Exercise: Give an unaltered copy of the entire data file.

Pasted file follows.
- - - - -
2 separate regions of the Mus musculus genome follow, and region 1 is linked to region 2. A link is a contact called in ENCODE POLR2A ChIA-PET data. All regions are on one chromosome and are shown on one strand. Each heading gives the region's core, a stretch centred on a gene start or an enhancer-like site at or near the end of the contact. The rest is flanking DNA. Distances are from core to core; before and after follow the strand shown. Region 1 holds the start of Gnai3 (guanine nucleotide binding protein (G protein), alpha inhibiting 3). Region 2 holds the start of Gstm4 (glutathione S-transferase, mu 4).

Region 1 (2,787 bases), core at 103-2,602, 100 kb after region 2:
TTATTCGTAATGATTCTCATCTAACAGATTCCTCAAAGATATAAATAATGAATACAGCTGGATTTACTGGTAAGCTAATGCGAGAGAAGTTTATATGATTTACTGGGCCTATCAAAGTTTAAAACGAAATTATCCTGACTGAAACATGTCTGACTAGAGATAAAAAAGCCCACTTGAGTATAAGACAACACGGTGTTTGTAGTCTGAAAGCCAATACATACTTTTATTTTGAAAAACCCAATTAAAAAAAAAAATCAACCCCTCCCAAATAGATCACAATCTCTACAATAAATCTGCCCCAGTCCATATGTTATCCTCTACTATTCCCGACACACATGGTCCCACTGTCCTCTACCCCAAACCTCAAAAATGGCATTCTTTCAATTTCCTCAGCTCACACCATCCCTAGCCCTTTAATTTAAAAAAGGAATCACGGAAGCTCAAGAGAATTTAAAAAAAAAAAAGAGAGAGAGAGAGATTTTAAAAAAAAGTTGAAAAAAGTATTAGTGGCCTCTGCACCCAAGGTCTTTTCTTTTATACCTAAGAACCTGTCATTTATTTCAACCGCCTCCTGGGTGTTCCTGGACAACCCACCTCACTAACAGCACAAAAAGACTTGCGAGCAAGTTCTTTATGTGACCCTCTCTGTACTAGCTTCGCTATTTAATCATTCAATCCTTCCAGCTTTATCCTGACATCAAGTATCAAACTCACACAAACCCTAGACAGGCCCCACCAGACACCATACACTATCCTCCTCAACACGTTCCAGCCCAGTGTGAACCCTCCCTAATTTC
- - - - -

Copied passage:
2 separate regions of the Mus musculus genome follow, and region 1 is linked to region 2. A link is a contact called in ENCODE POLR2A ChIA-PET data. All regions are on one chromosome and are shown on one strand. Each heading gives the region's core, a stretch centred on a gene start or an enhancer-like site at or near the end of the contact. The rest is flanking DNA. Distances are from core to core; before and after follow the strand shown. Region 1 holds the start of Gnai3 (guanine nucleotide binding protein (G protein), alpha inhibiting 3). Region 2 holds the start of Gstm4 (glutathione S-transferase, mu 4).

Region 1 (2,787 bases), core at 103-2,602, 100 kb after region 2:
TTATTCGTAATGATTCTCATCTAACAGATTCCTCAAAGATATAAATAATGAATACAGCTGGATTTACTGGTAAGCTAATGCGAGAGAAGTTTATATGATTTACTGGGCCTATCAAAGTTTAAAACGAAATTATCCTGACTGAAACATGTCTGACTAGAGATAAAAAAGCCCACTTGAGTATAAGACAACACGGTGTTTGTAGTCTGAAAGCCAATACATACTTTTATTTTGAAAAACCCAATTAAAAAAAAAAATCAACCCCTCCCAAATAGATCACAATCTCTACAATAAATCTGCCCCAGTCCATATGTTATCCTCTACTATTCCCGACACACATGGTCCCACTGTCCTCTACCCCAAACCTCAAAAATGGCATTCTTTCAATTTCCTCAGCTCACACCATCCCTAGCCCTTTAATTTAAAAAAGGAATCACGGAAGCTCAAGAGAATTTAAAAAAAAAAAAGAGAGAGAGAGAGATTTTAAAAAAAAGTTGAAAAAAGTATTAGTGGCCTCTGCACCCAAGGTCTTTTCTTTTATACCTAAGAACCTGTCATTTATTTCAACCGCCTCCTGGGTGTTCCTGGACAACCCACCTCACTAACAGCACAAAAAGACTTGCGAGCAAGTTCTTTATGTGACCCTCTCTGTACTAGCTTCGCTATTTAATCATTCAATCCTTCCAGCTTTATCCTGACATCAAGTATCAAACTCACACAAACCCTAGACAGGCCCCACCAGACACCATACACTATCCTCCTCAACACGTTCCAGCCCAGTGTGAACCCTCCCTAATTTC